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Gypsy Hot Bloods

Ward Hall


Gypsy Hot Bloods

Author:Ward Hall
Release Date:2006
Publisher:Dolphin Moon Press
Genre:Fiction

By Violet LeVoit | Posted 1/18/2006

Gypsy Hot Bloods might have languished forever at the bottom of a drawer full of taxidermy ears if James Taylor hadn’t come to Florida to buy a unicorn. Taylor—of Shocked and Amazed magazine fame—was visiting Ward Hall, self-described King of the Sideshows, to pick up the aforementioned unicorn. That’s when Hall serendipitously rediscovered the dog-eared manuscript, written during a 1961 tour of Montreal to kill time backstage. Now, years after the heyday of the pulps but right on time for tales of men in love with each other, Taylor’s Baltimore-based Dolphin Press imprint issues Hall’s schlocky novel on better paper than pulps ever knew.

The potboiler follows the sexual pedigree of two generations of gypsies working the “mitt camp” (palm reading) carnival circuit. Beginning with the coupling of the “firm breasted” Rose and her swain Tom, the story quickly moves to the peccadilloes of their gorgeous and oversexed children. Vela, a modern girl embarrassed by her parents’ provincial traditions, is looking for kicks. Vowing not to be sold into marriage, she takes up with swank gorgi (nongypsy) playboy Richard Channing. Little does she know that Richard’s on the down-low—and is also sticking it to her gay brother, John, at least once per chapter.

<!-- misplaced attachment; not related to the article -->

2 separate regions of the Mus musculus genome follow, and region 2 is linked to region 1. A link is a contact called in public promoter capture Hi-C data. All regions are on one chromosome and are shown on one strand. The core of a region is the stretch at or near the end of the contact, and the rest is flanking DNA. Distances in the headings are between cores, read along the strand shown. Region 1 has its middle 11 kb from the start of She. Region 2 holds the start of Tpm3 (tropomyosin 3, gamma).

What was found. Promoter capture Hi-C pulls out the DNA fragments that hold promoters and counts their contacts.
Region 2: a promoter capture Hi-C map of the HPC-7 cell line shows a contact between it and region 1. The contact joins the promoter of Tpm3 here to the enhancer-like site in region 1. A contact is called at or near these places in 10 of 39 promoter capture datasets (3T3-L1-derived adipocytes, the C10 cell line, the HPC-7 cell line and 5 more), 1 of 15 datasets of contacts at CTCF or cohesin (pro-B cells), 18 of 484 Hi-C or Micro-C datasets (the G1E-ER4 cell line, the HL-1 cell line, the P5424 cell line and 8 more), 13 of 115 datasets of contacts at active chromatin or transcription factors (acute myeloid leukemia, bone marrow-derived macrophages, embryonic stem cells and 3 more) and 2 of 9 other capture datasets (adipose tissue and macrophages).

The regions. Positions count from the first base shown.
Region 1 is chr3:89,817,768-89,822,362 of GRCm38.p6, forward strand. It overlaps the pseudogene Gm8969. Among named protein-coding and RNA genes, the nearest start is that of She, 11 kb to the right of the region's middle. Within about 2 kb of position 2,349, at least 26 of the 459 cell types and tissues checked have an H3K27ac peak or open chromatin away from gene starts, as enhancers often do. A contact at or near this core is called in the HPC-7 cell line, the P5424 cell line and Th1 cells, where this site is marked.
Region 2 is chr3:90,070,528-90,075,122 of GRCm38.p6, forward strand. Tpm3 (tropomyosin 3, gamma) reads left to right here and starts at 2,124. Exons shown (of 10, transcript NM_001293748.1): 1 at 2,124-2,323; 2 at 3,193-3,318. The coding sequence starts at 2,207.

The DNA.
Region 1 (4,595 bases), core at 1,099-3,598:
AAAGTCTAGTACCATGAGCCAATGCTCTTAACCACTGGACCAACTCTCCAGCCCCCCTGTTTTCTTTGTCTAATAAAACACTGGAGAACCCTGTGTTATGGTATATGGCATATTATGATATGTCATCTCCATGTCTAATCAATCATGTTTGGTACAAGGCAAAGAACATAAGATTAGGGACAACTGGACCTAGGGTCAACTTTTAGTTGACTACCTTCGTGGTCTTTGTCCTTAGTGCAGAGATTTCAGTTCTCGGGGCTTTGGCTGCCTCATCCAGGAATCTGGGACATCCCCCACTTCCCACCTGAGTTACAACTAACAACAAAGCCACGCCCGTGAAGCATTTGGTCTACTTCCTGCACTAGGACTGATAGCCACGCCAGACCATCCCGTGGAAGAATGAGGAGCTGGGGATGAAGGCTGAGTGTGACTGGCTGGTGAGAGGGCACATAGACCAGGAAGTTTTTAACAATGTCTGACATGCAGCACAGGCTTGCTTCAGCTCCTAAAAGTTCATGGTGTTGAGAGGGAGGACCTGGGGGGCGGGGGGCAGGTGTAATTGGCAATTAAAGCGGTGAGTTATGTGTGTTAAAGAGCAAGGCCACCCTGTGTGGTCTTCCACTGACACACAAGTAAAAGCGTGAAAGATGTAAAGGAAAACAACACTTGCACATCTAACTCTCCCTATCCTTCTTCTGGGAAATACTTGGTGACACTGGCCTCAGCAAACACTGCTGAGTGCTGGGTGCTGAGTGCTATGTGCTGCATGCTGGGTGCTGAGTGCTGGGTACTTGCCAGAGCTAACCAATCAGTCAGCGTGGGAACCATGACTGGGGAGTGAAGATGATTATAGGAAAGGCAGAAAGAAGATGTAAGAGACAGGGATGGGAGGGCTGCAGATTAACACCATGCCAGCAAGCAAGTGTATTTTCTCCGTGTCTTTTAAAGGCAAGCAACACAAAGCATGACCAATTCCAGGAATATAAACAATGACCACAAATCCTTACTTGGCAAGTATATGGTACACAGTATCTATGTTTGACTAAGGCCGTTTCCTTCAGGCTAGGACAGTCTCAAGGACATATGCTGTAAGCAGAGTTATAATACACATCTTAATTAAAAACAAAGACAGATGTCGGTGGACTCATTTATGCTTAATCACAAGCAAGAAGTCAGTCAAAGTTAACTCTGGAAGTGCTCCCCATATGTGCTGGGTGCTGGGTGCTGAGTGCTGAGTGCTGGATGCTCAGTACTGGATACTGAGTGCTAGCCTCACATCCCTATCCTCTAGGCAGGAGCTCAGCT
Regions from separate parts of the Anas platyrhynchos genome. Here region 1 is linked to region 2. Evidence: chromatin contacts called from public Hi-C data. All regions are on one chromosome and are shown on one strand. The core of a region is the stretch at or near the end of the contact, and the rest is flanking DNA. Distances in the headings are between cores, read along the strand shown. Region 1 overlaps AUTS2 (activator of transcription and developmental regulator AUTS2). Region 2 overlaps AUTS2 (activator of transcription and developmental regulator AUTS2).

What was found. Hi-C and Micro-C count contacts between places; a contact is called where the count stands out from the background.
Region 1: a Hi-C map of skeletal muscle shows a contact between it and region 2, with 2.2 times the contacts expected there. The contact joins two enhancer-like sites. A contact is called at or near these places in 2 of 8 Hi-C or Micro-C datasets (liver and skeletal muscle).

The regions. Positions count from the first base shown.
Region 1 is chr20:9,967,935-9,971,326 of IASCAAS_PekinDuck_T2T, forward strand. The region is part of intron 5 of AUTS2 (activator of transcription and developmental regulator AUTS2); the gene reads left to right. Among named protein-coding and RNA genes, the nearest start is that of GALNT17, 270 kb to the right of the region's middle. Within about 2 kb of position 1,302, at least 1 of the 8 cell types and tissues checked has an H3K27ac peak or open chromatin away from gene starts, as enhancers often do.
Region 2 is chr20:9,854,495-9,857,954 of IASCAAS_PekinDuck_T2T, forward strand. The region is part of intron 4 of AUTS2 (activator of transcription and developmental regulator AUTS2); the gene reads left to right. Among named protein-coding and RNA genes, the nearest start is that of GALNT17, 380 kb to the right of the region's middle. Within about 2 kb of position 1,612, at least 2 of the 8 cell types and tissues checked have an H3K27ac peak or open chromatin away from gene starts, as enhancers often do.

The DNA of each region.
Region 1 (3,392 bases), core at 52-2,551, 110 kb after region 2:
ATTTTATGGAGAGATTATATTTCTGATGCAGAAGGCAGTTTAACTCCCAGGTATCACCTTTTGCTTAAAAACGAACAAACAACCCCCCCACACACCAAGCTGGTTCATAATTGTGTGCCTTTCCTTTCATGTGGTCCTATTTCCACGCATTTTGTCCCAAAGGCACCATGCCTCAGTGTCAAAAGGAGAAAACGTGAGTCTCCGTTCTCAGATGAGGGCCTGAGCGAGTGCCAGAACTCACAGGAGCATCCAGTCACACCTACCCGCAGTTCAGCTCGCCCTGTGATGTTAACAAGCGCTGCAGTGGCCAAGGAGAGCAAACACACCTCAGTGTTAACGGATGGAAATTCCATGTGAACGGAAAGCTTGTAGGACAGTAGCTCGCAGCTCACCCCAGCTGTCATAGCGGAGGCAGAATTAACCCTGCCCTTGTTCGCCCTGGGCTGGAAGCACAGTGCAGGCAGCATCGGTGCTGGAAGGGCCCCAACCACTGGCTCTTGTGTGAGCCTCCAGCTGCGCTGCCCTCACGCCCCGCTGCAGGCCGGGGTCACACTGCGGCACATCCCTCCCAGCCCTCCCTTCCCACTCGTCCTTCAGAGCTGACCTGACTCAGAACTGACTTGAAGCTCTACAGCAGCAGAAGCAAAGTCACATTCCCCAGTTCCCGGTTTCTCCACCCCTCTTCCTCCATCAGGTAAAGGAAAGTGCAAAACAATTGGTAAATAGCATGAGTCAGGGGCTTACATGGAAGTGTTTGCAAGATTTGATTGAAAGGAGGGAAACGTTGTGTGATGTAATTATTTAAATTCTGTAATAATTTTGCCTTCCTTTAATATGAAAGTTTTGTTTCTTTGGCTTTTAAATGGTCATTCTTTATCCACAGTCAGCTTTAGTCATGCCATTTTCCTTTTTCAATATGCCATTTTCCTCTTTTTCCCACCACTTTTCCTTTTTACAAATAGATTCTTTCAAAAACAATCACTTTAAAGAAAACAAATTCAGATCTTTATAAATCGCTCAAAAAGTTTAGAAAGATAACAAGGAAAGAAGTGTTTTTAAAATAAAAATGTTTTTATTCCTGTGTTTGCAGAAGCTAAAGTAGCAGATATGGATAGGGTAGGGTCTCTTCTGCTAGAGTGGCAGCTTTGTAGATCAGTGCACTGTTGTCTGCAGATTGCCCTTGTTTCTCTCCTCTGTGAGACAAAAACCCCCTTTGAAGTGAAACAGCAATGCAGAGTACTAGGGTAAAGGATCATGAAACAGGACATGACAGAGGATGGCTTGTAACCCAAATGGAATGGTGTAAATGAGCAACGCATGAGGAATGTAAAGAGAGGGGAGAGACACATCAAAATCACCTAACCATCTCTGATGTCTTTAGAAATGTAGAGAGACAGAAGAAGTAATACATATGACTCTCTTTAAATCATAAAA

Despite its occasional flashes of two-fisted wit—such as when a girl on the other side of a hot-mattress hotel wall is described as sounding like a candy bar commercial as she yells “Oh, Henry!”—Hot Bloods suffers from serious language problems. Hall often forgets, sometimes midsentence, whether he’s writing in the first or third person. Sometimes it’s endearing, the hallmark of an amateur caught up in his characters, but more often it’s a mess, such as when Hall declares, “It made Tom very proud and happy to learn Rose had professed her love for me and the desire to marry him and be his wife for the rest of her life.” And then there’s the misprints: It’s doubtful Hall meant (italics added) “The boys both knew what the other wanted, and each did his beat to satisfy the other completely,” but then again . . .

Simultaneously quaint in its euphemistic, shy sex scenes and brash for daring to write about gay love anyway, Gypsy Hot Bloods is the literary equivalent of a bottom-of-the-bucket budget drive-in movie. But if it’s such schlock, why was it so much fun to read?

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